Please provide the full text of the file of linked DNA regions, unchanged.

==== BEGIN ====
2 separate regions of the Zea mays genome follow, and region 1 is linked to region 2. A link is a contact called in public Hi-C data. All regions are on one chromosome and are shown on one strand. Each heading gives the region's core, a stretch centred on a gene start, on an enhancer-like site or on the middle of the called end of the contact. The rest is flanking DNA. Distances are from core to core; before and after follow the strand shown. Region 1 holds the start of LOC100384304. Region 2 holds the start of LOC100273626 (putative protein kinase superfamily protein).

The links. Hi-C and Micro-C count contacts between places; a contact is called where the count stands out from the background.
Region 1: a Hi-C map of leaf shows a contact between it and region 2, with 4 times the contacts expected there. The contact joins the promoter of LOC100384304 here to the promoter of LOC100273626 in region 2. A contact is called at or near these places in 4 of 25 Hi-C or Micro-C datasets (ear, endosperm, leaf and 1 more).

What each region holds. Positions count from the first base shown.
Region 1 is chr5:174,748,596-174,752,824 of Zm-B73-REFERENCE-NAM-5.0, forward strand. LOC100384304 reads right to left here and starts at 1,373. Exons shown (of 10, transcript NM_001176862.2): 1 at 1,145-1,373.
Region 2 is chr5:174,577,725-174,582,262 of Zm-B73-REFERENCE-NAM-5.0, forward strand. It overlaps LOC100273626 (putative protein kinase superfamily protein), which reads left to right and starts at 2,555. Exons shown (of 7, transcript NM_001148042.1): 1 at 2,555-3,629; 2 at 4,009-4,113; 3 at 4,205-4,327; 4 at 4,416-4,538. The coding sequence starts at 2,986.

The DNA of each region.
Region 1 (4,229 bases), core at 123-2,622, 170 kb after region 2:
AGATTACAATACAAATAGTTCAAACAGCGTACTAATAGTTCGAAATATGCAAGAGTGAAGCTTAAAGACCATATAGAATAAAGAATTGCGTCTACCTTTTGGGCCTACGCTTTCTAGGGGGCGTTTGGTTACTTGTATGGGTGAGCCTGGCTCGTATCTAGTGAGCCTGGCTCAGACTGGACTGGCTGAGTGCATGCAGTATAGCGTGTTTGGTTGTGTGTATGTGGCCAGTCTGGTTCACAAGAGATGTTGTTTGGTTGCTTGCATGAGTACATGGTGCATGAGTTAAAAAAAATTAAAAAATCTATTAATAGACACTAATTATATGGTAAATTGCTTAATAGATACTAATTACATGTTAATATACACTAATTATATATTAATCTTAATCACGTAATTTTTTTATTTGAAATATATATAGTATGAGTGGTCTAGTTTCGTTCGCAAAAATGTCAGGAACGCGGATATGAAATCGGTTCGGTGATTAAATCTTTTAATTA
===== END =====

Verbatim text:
2 separate regions of the Zea mays genome follow, and region 1 is linked to region 2. A link is a contact called in public Hi-C data. All regions are on one chromosome and are shown on one strand. Each heading gives the region's core, a stretch centred on a gene start, on an enhancer-like site or on the middle of the called end of the contact. The rest is flanking DNA. Distances are from core to core; before and after follow the strand shown. Region 1 holds the start of LOC100384304. Region 2 holds the start of LOC100273626 (putative protein kinase superfamily protein).

The links. Hi-C and Micro-C count contacts between places; a contact is called where the count stands out from the background.
Region 1: a Hi-C map of leaf shows a contact between it and region 2, with 4 times the contacts expected there. The contact joins the promoter of LOC100384304 here to the promoter of LOC100273626 in region 2. A contact is called at or near these places in 4 of 25 Hi-C or Micro-C datasets (ear, endosperm, leaf and 1 more).

What each region holds. Positions count from the first base shown.
Region 1 is chr5:174,748,596-174,752,824 of Zm-B73-REFERENCE-NAM-5.0, forward strand. LOC100384304 reads right to left here and starts at 1,373. Exons shown (of 10, transcript NM_001176862.2): 1 at 1,145-1,373.
Region 2 is chr5:174,577,725-174,582,262 of Zm-B73-REFERENCE-NAM-5.0, forward strand. It overlaps LOC100273626 (putative protein kinase superfamily protein), which reads left to right and starts at 2,555. Exons shown (of 7, transcript NM_001148042.1): 1 at 2,555-3,629; 2 at 4,009-4,113; 3 at 4,205-4,327; 4 at 4,416-4,538. The coding sequence starts at 2,986.

The DNA of each region.
Region 1 (4,229 bases), core at 123-2,622, 170 kb after region 2:
AGATTACAATACAAATAGTTCAAACAGCGTACTAATAGTTCGAAATATGCAAGAGTGAAGCTTAAAGACCATATAGAATAAAGAATTGCGTCTACCTTTTGGGCCTACGCTTTCTAGGGGGCGTTTGGTTACTTGTATGGGTGAGCCTGGCTCGTATCTAGTGAGCCTGGCTCAGACTGGACTGGCTGAGTGCATGCAGTATAGCGTGTTTGGTTGTGTGTATGTGGCCAGTCTGGTTCACAAGAGATGTTGTTTGGTTGCTTGCATGAGTACATGGTGCATGAGTTAAAAAAAATTAAAAAATCTATTAATAGACACTAATTATATGGTAAATTGCTTAATAGATACTAATTACATGTTAATATACACTAATTATATATTAATCTTAATCACGTAATTTTTTTATTTGAAATATATATAGTATGAGTGGTCTAGTTTCGTTCGCAAAAATGTCAGGAACGCGGATATGAAATCGGTTCGGTGATTAAATCTTTTAATTA